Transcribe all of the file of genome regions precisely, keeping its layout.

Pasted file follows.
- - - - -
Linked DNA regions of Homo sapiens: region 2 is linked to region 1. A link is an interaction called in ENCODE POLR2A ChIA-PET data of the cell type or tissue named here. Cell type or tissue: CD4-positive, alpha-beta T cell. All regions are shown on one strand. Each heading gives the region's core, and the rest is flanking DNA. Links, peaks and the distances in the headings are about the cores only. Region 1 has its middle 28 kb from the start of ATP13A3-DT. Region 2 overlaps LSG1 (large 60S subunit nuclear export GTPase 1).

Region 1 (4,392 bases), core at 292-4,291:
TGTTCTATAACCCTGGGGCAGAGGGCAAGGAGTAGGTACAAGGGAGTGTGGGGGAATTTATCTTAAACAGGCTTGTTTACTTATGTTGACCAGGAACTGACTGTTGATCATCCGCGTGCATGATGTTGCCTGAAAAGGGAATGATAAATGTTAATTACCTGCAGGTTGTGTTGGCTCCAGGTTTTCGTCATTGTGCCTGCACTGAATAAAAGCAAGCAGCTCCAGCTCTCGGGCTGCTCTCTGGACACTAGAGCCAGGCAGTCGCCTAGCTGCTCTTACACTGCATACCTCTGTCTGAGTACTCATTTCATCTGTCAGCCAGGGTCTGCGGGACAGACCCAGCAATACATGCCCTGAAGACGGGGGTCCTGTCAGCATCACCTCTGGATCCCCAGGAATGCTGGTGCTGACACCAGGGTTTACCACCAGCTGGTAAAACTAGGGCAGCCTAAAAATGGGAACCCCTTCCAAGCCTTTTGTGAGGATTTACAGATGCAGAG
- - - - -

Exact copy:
Linked DNA regions of Homo sapiens: region 2 is linked to region 1. A link is an interaction called in ENCODE POLR2A ChIA-PET data of the cell type or tissue named here. Cell type or tissue: CD4-positive, alpha-beta T cell. All regions are shown on one strand. Each heading gives the region's core, and the rest is flanking DNA. Links, peaks and the distances in the headings are about the cores only. Region 1 has its middle 28 kb from the start of ATP13A3-DT. Region 2 overlaps LSG1 (large 60S subunit nuclear export GTPase 1).

Region 1 (4,392 bases), core at 292-4,291:
TGTTCTATAACCCTGGGGCAGAGGGCAAGGAGTAGGTACAAGGGAGTGTGGGGGAATTTATCTTAAACAGGCTTGTTTACTTATGTTGACCAGGAACTGACTGTTGATCATCCGCGTGCATGATGTTGCCTGAAAAGGGAATGATAAATGTTAATTACCTGCAGGTTGTGTTGGCTCCAGGTTTTCGTCATTGTGCCTGCACTGAATAAAAGCAAGCAGCTCCAGCTCTCGGGCTGCTCTCTGGACACTAGAGCCAGGCAGTCGCCTAGCTGCTCTTACACTGCATACCTCTGTCTGAGTACTCATTTCATCTGTCAGCCAGGGTCTGCGGGACAGACCCAGCAATACATGCCCTGAAGACGGGGGTCCTGTCAGCATCACCTCTGGATCCCCAGGAATGCTGGTGCTGACACCAGGGTTTACCACCAGCTGGTAAAACTAGGGCAGCCTAAAAATGGGAACCCCTTCCAAGCCTTTTGTGAGGATTTACAGATGCAGAG